Guelph's downtown consumption and treatment site could be lesson to wary Windsor officials
Business owner, site operator, tout the successes of their city's site right in the downtown core
Councillors and Mayor Drew Dilkens who voted against the proposed location of a drug consumption and treatment site said they were concerned about its place in the downtown core. But officials and nearby business owners opposing that site could eventually find it's a benefit to the area.
That's according to those involved with a similar site in downtown Guelph, which has been operating for the last three years.
Lindsey Sodtke is the consumption and treatment services supervisor in Guelph and she spoke in support of a site coming to Windsor at city council's meeting on Monday. In fact, she sat through all six hours of that meeting.
"I think that much like in our community, and yours as well, it's natural for people to be worried and there's going to be concerns when there's a new service," said Sodtke.
The Guelph site is set in the city's downtown core, and as Sodtke explains — as is Windsor's situation — it's because that's where people who need it are.
What we do know is that there are fewer needles in parks and playgrounds and pathways. That there are fewer ambulance calls to emergency rooms because overdoses can be dealt with onsite- Marty Williams, head of Guelph's downtown business association
"What the information was telling us was that was where the overdoses were happening within our community and my understanding is for your community as well, that location is where overdoses are taking place."
At an hours-long council meeting on Monday, councillors voted 6-5 in favour of setting up the consumption and treatment site at the proposed location of 628 Goyeau St.
Dilkens voted against the location because of the proximity to nearby businesses and Detroit-Windsor tunnel.
Back in Guelph, executive director of the Downtown Guelph Business Improvement Association said he was initially skeptical of having such a site in the core, but now he sees it as a positive addition.
"It took, I think, a long time of sitting and talking as a community, as a downtown community, as a business community, for us to get our heads wrapped around what a site like this and what a service like this would actually mean," said Marty Williams.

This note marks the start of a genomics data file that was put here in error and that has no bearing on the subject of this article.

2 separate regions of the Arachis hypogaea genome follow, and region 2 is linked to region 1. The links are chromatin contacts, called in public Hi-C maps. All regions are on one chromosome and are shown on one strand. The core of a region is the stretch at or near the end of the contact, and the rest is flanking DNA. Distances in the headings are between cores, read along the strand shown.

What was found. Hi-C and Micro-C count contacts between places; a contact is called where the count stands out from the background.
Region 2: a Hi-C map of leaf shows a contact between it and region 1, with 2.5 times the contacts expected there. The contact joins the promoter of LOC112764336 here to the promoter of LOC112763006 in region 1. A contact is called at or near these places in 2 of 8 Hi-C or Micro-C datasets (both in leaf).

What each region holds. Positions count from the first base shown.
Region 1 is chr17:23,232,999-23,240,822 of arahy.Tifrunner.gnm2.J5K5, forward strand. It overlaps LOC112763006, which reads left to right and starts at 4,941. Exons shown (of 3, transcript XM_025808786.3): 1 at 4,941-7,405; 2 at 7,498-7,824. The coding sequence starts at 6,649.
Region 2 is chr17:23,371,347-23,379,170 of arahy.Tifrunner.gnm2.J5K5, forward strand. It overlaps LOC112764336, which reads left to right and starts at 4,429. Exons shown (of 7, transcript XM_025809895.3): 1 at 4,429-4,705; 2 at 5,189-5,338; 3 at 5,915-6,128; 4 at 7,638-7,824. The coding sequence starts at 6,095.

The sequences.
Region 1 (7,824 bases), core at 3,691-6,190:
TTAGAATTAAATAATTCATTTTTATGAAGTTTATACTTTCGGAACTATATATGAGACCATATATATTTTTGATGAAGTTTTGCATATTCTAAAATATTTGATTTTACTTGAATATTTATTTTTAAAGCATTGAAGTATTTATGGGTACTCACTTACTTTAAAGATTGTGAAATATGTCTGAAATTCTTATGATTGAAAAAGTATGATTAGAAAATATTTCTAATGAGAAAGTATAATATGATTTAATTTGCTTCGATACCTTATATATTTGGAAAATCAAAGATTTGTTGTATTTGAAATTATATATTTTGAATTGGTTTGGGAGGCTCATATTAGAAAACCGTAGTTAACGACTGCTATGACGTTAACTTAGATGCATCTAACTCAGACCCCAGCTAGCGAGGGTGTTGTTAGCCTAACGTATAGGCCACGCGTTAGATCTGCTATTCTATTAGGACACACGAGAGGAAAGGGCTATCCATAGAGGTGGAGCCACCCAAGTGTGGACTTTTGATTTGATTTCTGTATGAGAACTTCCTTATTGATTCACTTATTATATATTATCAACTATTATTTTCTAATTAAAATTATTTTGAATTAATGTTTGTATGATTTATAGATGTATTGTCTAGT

"I was a skeptic. Leadership at the city, the mayor, was skeptical about this, and we really had to sit down together and go, 'What is this all about? What are they finding in other communities?'"
Three years late, Williams said the benefits are clear.
"What we do know is that there are fewer needles in parks and playgrounds and pathways. That there are fewer ambulance calls to emergency rooms because overdoses can be dealt with onsite," he said.
Guelph's site is on the main street in a busy intersection surrounded by businesses, said Sodtke. She said it took time, outreach, and education to calm those who were wary of the site and explain how it operates.
"We offer a life-saving service as a health-care service to prevent overdoses, but it's not just a space for consumption," she said.
Clients are able to connect with a peer worker — someone with lived experiences of substance use — nurses, harm reduction co-ordinator and also the site provides pathways to primary care physicians or mental health supports.
Last year alone, the Guelph site prevented more than 40 overdoses and in only one case did someone have to be transported to hospital.
Sodtke said most people aren't even aware the site is there.
"We're required to be very mindful of the privacy of our users," she said.
"The feedback we hear from the visitors of our centre is that they're not even aware that there is a safe consumption site within our building."
With council's endorsement Monday, the Windsor-Essex County Health Unit can now complete submissions to Health Canada and province to open the site.
Public health officials said they hope the site can be operational by the end of this year.